At MidJersey Orthopaedics, we treat diseases of the elbow and the surrounding tendons and tissues. Our treatment philosophy centers on learning as much as we can about a patient’s personal history to recommend the best treatment plan for each individual who comes through our doors.
Disorders of the Elbow
- Arthritis: Arthritis can come in different forms, including osteoarthritis, where the cartilage in joints begins to break down, and rheumatoid arthritis, where the joints become inflamed.
- Biceps tendinosis: Bicep tendinosis occurs when the tendon around the bicep muscle becomes inflamed. The disorder is caused by the degeneration of the tendon, usually from athletics that require overhead movement or from the natural aging process.
- Rupture of the biceps tendon: The bicep muscle can tear completely or partially, resulting in a frayed muscle. Results of a bicep tear can include pain and reduced strength when turning your hands over.
- Dislocated elbow: A dislocated elbow is the result of your elbow joint being forced out of alignment. This often occurs as a result of pressure being applied to the joint – for example falling, and landing on your open palm.
- Radial head fractures: These fractures are often the result of a fall when the palm is open and you instinctively try to land on your hand. The force of the fall sometimes travels up your arm, dislocating the elbow and possibly fracturing the radius bone in the arm.
- Bursitis: Bursitis is a condition where the small fluid-filled sack between joints become inflamed. While bursitis can occur in the elbow, it is not limited to the elbow joint.
- Olecranon fractures: This fracture occurs in the area of the elbow we are most familiar with – the very tip of the elbow, which can be easily seen when the arm is bent. Fractures to this area of the elbow typically occur while the joint is bent and the olecranon is exposed.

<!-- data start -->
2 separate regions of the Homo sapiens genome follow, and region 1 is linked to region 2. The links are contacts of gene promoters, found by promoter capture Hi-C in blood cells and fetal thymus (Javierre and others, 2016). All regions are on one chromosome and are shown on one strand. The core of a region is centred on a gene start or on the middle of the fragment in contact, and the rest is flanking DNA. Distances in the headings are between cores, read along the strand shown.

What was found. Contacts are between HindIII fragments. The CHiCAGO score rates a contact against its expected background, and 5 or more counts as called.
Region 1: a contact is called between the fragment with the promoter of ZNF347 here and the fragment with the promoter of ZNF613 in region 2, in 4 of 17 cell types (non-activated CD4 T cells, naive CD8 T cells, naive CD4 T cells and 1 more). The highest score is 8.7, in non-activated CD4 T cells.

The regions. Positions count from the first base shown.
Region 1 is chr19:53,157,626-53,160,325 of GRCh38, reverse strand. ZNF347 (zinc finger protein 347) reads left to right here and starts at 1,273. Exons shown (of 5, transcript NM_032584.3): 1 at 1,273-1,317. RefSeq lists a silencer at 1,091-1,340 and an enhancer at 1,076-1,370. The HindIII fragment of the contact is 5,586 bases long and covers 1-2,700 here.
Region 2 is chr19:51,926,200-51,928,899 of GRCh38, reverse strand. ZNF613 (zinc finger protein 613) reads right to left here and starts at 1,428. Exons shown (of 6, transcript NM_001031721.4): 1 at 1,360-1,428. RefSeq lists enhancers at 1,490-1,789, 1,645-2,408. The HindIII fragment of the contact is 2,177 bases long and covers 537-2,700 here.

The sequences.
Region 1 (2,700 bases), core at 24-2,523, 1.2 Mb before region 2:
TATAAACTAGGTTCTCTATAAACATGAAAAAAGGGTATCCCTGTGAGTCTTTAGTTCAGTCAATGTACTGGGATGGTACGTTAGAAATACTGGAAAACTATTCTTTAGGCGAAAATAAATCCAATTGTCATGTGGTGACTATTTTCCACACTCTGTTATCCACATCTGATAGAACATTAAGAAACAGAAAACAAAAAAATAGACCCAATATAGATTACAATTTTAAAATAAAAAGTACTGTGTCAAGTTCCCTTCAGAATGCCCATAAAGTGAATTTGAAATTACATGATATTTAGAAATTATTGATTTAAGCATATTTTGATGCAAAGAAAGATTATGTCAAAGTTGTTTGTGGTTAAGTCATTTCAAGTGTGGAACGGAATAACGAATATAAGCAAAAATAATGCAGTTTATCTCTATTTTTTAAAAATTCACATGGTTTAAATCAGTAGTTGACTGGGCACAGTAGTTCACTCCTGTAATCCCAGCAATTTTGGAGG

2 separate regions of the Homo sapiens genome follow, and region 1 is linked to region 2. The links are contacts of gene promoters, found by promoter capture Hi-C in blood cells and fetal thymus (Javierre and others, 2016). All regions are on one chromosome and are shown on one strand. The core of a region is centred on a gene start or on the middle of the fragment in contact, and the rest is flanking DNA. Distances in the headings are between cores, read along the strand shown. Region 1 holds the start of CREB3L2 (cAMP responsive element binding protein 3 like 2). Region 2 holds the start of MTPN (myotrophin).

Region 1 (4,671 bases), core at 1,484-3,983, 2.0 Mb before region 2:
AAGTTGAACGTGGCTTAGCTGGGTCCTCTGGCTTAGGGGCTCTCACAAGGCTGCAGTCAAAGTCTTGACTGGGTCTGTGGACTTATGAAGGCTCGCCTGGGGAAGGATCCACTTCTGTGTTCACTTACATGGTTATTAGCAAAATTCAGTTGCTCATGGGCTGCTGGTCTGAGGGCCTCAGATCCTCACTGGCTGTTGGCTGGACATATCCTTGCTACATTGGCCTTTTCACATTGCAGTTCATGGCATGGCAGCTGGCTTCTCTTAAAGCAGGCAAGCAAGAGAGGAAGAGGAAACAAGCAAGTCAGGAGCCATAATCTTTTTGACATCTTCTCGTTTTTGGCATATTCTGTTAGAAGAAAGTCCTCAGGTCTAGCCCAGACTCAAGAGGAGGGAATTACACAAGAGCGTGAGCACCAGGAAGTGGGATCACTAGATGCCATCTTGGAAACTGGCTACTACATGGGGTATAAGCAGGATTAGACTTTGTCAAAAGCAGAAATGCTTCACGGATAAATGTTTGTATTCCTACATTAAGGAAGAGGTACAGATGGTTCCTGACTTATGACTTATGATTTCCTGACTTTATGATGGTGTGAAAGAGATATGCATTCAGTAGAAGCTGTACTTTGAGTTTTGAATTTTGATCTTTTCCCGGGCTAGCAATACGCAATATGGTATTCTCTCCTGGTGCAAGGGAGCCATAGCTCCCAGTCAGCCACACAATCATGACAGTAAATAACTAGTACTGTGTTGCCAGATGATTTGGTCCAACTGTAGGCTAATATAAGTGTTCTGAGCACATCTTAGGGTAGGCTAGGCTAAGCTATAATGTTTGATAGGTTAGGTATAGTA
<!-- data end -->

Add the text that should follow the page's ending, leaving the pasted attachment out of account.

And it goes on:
- Tennis elbow: While the condition is named after a sport, tennis elbow is a disorder which occurs simply from excessive repetitive motions of the joint. Tennis elbow symptoms include severe pain in the joint that can also travel to the forearm and wrist.
- Ulnar nerve entrapment: The ulnar nerve is one of the three main nerves in the arm and travels from the neck all the down to the end of the arm. The nerve can become compressed in several areas including the elbow. Symptoms of the disorder include numbness and tingling in the fingers.
Conservative Treatment: Some elbow conditions can be treated with a combination of rest, anti-inflammatory injections, Platelet Rich Plasma injections, and physical therapy.
Surgery: Depending on the severity of your injury, surgery may be the best option to treat your elbow pain. Surgeries range from a minimally invasive arthroscopy, to possibly replacing tendons in the elbow.
Find out more about The Elbow from the Orthopaedics connection website of American Academy of Orthopaedic Surgeons